Though celebrated mainly in the United Kingdom, the United States and Canada also observe Apple Day in October.
Apple Day was initiated by a UK charity group called, Common Ground, as a way of celebrating and demonstrating that variety and richness matter to a locality. Common Ground uses the apple to symbolize the celebration of the physical, cultural and genetic diversity of each locality. In linking particular apples with their place of origin, they hope that orchards will be recognized and conserved for their contribution to local distinctiveness, including the rich diversity of wild life they support.
To celebration of the themes behind Apple Day, BIO wanted to highlight Okanagan Specialty Fruit (OSF)’s Arctic® Apple. The Arctic® Apple is very unique in that it is the non-browning apple. Enzymatic browning is the primary type of apple browning and is caused by the apple’s chemical reaction after cell injury, such as by bruising, biting or cutting the apple. Arctic apples don’t undergo enzymatic browning. (Note that let any food get old enough, such as leaving it in the fridge too long, and any apple – including Arctic apples – will eventually suffer other types of browning.)
One of the ideas that prompted the Okanagan Specialty Fruits to create a better apple was to help reduce food waste. In their blog, Slicing into Food Waste with Arctic® Apples, OSF explains how the company’s apple can mean less food in the trash:
Reducing food waste has been a major topic of discussion for years, and unfortunately, apples are among the most wasted foods of all. Last year, UK supermarket giant Tesco revealed that apples are among the most wasted foods throughout the supply chain – around 40% total of what’s produced (and even this seems conservative based on other food waste estimates).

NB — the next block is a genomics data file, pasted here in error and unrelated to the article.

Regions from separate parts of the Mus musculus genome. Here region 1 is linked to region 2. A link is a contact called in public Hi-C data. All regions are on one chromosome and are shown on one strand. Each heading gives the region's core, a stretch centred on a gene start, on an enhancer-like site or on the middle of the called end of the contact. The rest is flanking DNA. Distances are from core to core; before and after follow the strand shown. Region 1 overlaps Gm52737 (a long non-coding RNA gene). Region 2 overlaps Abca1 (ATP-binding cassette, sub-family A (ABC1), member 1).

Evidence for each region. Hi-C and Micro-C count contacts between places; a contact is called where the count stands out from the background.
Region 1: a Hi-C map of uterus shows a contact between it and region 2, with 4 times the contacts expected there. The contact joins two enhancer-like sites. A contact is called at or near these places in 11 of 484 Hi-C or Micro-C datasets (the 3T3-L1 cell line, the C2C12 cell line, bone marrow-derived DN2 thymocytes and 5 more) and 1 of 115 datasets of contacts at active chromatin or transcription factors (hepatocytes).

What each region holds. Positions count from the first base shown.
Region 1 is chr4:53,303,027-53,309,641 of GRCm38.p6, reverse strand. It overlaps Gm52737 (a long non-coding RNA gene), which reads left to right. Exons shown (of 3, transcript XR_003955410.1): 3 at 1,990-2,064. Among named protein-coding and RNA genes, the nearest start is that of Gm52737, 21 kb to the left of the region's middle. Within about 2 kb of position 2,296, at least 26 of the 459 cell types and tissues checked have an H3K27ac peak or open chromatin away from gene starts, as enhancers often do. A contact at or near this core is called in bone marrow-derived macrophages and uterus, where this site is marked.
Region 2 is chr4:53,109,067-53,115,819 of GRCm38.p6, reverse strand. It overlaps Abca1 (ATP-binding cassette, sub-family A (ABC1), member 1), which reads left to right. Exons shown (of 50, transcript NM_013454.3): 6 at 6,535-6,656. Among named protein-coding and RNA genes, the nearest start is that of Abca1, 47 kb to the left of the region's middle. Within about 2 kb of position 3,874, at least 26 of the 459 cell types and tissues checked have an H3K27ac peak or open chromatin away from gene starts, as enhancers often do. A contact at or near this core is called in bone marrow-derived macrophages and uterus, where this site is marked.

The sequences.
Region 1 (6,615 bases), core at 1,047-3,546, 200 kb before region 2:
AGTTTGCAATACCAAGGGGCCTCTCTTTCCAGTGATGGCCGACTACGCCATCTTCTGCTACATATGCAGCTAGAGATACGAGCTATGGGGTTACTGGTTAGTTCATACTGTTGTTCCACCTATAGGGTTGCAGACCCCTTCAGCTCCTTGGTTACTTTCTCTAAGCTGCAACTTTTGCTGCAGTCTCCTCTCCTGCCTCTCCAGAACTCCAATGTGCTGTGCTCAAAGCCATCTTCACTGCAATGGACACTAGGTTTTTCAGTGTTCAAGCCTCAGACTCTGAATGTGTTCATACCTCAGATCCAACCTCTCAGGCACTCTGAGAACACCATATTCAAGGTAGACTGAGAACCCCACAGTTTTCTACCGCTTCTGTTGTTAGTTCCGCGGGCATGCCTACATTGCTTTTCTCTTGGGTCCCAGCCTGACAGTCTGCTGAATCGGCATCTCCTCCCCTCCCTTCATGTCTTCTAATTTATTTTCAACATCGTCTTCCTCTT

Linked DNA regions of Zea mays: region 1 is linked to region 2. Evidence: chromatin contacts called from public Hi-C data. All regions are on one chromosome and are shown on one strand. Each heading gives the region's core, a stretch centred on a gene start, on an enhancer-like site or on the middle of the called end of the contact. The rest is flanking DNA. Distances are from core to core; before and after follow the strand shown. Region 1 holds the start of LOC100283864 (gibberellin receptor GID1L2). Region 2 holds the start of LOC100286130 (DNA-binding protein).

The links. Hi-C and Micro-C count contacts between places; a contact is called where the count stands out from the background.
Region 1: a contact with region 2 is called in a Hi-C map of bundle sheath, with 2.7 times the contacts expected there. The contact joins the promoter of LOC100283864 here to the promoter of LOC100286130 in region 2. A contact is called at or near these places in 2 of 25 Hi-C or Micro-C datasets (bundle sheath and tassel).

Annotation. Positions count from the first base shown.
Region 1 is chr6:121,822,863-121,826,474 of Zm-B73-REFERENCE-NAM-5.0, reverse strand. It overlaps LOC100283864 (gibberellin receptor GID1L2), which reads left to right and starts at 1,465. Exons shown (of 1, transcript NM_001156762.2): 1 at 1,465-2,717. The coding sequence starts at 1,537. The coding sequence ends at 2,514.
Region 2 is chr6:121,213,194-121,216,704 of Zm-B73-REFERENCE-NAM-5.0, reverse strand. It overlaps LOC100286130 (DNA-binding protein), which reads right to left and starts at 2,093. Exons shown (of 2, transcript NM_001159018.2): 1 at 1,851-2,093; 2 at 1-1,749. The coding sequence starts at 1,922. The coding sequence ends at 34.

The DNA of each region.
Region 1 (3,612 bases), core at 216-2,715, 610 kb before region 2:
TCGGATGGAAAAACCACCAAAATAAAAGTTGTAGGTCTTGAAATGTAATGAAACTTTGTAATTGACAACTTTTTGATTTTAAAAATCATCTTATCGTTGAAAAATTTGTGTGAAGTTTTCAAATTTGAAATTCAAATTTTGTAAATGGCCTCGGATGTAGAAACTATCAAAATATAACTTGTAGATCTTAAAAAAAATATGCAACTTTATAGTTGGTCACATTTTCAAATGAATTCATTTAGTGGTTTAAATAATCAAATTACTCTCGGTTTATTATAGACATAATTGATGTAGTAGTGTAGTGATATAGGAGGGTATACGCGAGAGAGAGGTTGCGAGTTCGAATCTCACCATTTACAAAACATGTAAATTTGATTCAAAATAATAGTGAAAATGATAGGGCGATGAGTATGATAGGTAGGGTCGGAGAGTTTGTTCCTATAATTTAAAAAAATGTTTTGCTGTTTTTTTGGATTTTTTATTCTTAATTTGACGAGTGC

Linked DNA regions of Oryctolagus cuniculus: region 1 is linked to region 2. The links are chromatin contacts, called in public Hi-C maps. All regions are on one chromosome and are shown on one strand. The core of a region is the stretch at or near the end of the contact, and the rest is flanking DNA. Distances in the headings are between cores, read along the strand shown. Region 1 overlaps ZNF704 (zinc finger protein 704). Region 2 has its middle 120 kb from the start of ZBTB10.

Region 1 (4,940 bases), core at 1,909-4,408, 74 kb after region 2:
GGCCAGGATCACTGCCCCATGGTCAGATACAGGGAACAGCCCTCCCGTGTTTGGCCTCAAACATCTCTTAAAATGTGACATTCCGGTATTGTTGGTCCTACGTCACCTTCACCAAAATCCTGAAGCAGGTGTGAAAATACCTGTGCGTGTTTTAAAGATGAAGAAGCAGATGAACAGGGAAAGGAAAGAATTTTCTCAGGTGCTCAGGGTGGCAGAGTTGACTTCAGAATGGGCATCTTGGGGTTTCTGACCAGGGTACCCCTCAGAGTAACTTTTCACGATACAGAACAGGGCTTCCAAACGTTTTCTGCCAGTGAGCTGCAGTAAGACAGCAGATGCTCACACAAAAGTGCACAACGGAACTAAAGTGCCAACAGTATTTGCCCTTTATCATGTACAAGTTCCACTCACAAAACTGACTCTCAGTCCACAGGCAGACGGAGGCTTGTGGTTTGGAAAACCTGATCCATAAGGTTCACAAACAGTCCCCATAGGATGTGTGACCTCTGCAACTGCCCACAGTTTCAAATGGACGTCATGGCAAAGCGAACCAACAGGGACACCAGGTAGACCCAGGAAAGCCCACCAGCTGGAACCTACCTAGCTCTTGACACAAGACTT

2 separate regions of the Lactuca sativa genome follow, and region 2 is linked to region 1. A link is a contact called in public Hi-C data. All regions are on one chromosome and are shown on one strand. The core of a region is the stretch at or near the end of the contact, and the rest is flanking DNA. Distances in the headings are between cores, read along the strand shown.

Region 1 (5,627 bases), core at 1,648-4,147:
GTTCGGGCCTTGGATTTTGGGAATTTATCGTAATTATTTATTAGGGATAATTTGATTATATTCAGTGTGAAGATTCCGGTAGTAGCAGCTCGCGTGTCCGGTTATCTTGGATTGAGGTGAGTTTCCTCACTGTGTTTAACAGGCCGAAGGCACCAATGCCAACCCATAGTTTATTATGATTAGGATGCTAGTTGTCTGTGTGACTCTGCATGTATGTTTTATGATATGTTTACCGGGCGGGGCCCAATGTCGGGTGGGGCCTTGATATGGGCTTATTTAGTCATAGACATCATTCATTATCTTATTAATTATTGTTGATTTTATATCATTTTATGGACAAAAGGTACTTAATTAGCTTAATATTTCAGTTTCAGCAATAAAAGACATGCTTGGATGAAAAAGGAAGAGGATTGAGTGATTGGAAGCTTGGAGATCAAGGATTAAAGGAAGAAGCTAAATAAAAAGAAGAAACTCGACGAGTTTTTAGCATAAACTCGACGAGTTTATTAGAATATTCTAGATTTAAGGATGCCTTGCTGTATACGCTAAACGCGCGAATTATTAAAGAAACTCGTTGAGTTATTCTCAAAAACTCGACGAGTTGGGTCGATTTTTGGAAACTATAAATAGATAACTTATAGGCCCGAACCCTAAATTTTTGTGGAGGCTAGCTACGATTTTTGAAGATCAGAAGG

“One of the most interesting things about Tesco’s report, though, is that they estimate that over two-thirds of apple waste is at the consumer level…Considering consumers in countries like the UK and U.S. generally eat around 16-20 pounds of fresh apples a year, the amount of waste per person is quite shocking indeed.
“…We can picture a few scenarios that can lead to this type of waste though. One would simply be superficial bruising occurring in shopping bags, lunchboxes, etc. that led to a less enticing visual appearance and thus a higher chance of fruit being tossed. Another big one is consumers cutting up apples or taking a bite or two, and then that dreaded browning sets in. You know what happens then – the apples hit the waste bin. And, that’s true whether at home, the office or in school.
“Speaking of waste at schools, a study published a few weeks ago found that an unfortunate side-effect of a mandate for U.S. schools requiring students to take a fruit or vegetable has led to a 56% increase in food waste. Even so, some have suggested that these school nutrition standards have also resulted in positive shifts in student preferences for fruits and veggies.
“Whether mandates are the best approach or not, it’s clear that fruit should be available to students who want them, but ways to minimize waste should be also be sought. One simple solution for apples, one of the most popular, and most wasted fruits in schools – serve them sliced!
“Cornell researchers found that when apples were served pre-sliced, ‘the percentage of students who ate more than half of their apple increased by 73%, an effect that lasted long after the study was over.’
“Not only that, there was also a significant boost in those selecting apples in the first place at these schools, giving the ideal two-birds-with-one-stone result of boosted apple consumption and reduced waste!
“Arctic® apples are, of course, are the perfect solution!”